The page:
This is a snapshot of a University of St. Thomas athlete:

The Tommies were playing Emory University in an opening-round game of the Division III College World Series in softball. The final eight of this 2016 NCAA tournament was being played in Salem, Va., and the Tommies were trailing 3-0 in the top of the sixth.

There were two runners on when Dana Connelly doubled into the left-field corner. Melissa Berry scored and then Kierstin Anderson-Glass, running from first, tried to follow her home.

Emory catcher Melody Carter took the throw a step up the third base line and applied a tag to the left side of Anderson-Glass’ helmet as she tried to slide past. Emory escaped the half-inning with one run allowed.

There was some whiplash action with Anderson-Glass’ neck, but after being checked, the freshman pitcher came back out for the bottom of the sixth. After one out, she felt sick, and came out of what would become a 3-2 victory for Emory.

“We thought it could be heat exhaustion,” Anderson-Glass said.

The date was May 26, 2016. The next day, the Tommies faced St. John Fisher in an elimination game. Anderson-Glass passed a concussion test and was scheduled to pitch.

“I went on our jog for warmups and became dizzy; I couldn’t see straight,” she said.

Coach John Tschida noticed Anderson-Glass looked pale and that her eyes did not seem alert. He decided not to pitch the freshman from Visitation.

The Tommies lost that game 2-0 and returned to St. Paul going 0-2 in the World Series.

This is the ordeal of a University of St. Thomas athlete:

Division III coaches are not permitted to work with players during the offseason. Tschida only saw Anderson-Glass a few times that summer, but he was rattled by her weight loss.

“Every time I ran into Kierstin that summer, she had lost more weight,” Tschida said. “She had been a solid, powerful athlete, and wound up losing 40 pounds.”

Forty pounds … really? “Yes,” she said. “I was so nauseous I couldn’t eat anything.”

Anderson-Glass visited various specialists, including at the Mayo Clinic. It wasn’t until October of that year that the diagnosis of a significant concussion was confirmed.

Anderson-Glass said: “I was in no way, shape or form ready to compete in 2017. I had lost all that weight and still had a lot of bad days. That became my redshirt year. I’m not sure how I made it through the whole year as a full-time student.”

Tschida’s version was that Kierstin arrived at St. Thomas with dreams of being a 4.0 student and was disappointed when her grade-point average slipped a bit.

That was repeated to Anderson-Glass in a phone conversation Wednesday and she had a burst of laughter.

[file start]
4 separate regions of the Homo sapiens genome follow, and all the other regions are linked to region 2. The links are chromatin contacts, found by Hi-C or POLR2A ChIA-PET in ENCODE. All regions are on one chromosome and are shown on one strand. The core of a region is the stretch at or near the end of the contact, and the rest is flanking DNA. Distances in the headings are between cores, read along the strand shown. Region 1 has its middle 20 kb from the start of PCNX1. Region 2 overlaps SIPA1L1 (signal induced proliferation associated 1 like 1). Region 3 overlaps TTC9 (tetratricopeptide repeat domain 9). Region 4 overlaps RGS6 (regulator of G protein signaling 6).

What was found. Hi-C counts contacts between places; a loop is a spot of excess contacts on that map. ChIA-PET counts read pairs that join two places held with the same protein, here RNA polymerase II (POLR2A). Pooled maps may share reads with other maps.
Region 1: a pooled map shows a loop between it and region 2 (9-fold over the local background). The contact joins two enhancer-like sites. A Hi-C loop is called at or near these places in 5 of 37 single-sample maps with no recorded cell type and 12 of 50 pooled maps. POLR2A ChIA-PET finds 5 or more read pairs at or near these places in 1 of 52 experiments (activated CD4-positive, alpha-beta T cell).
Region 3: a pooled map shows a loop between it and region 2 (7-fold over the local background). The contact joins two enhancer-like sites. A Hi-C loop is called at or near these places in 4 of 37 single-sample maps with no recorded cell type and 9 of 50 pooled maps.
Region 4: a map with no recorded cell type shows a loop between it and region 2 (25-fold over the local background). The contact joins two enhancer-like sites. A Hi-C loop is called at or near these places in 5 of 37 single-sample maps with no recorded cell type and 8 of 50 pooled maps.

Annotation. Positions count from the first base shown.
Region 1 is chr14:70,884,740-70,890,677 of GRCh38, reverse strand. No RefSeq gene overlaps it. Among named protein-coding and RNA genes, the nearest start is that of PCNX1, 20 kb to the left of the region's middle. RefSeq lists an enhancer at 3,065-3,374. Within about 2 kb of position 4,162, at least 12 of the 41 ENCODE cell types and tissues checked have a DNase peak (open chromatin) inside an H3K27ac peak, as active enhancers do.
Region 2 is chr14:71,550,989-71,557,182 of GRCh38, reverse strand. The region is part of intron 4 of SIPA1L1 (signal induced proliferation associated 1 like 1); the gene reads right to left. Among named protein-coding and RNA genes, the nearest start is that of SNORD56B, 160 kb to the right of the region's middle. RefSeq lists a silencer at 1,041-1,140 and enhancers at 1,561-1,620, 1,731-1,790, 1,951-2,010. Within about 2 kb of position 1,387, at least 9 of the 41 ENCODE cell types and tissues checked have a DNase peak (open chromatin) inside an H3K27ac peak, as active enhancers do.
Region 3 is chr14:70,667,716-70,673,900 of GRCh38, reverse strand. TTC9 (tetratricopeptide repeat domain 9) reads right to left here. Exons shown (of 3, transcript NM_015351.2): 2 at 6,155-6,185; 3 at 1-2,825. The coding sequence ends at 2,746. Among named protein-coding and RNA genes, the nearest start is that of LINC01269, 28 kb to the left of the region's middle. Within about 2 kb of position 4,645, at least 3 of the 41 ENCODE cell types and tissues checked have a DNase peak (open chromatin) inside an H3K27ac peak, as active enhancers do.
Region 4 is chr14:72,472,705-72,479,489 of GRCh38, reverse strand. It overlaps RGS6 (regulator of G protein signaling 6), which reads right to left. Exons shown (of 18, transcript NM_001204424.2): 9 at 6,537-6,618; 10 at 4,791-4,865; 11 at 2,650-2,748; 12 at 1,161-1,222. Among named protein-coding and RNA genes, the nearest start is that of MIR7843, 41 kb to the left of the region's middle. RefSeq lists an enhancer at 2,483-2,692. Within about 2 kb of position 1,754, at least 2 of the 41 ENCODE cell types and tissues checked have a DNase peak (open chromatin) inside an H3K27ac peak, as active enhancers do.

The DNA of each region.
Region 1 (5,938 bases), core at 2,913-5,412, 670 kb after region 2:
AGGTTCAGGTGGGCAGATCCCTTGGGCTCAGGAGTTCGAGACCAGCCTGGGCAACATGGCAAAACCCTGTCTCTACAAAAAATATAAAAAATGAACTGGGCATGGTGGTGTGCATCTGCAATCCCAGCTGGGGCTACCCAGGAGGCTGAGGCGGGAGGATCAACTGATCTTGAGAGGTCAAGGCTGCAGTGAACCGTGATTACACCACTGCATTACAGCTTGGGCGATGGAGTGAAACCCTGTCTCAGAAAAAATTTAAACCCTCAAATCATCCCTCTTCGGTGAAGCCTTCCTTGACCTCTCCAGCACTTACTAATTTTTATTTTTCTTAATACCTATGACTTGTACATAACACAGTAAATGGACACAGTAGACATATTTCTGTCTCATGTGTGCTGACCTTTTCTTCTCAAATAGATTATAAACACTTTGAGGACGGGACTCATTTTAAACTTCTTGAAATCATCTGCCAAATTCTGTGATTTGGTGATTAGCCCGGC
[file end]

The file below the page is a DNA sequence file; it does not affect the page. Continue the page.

“I don’t know where Tschida gets some of this stuff,” she said. “I never considered myself a 4.0 candidate. I wanted solid academic results with a good education.”

The concussion symptoms weren’t going away. Anderson-Glass had arrived with the strongest freshmen class in Tschida’s tenure with the Tommies (starting in 2001). By 2018, most of those players were in their junior seasons, and their pitcher was sidelined once again.

“That was really hard, to miss a second season,” she said.

This is the comeback of a University of St. Thomas athlete:

Dana Anderson was at the wheel of a rented Chrysler 300 on the drive from the Twin Cities to Tyler, Texas, where the Division III softball World Series will start Thursday with No. 1-ranked St. Thomas playing Eastern Connecticut State.

Alan Glass, her husband, and Nicholas, her son, were in the car, along with Dana’s parents, Dean and Daphne, who were picked up in Iowa en route. Dean was the grandpa who handed Kierstin a tennis ball as a 2-year-old and started teaching her to zip it underhand.

“It was a long road back for her, but I always was confident we’d see her pitching for the Tommies again,” Dana said. “Kierstin’s a tough athlete.”

She made her official return to the mound for the Tommies on Feb. 23, 2019, with four strong innings in a 9-1 victory over UW-Oshkosh.

It had been 1,003 days since she was tagged out on a slide in the softball World Series and took a blow to the helmet, accompanied by what seemed a minor whiplash of the neck.

Now, three years later, most of those freshmen that led the charge to the 2016 World Series are back as seniors — in Texas, not Virginia — and with Anderson-Glass once again as the pitching ace, yet only a sophomore in eligibility.

Kierstin is 20-0 since April 6, with a 0.28 ERA. In eight postseason starts, she has given up one run in 58 innings. She is doing this with less fastball than as a freshman, but with what Tschida calls “icy calm and cool; she wins with control, movement and intelligence.”

She is a candidate to be a Division III All-America as a pitcher, and also for the CoSIDA Academic All-America team with her 3.47 GPA.

“She’s a bulldog,” Tschida said.

This is a University of St. Thomas athlete any conference would be proud to claim, even though there are now at least nine school presidents thumping their chests that they have succeeded in throwing out this original MIAC member and won’t have Tommies stories such as that of Kierstin Anderson-Glass to witness after the spring of 2021.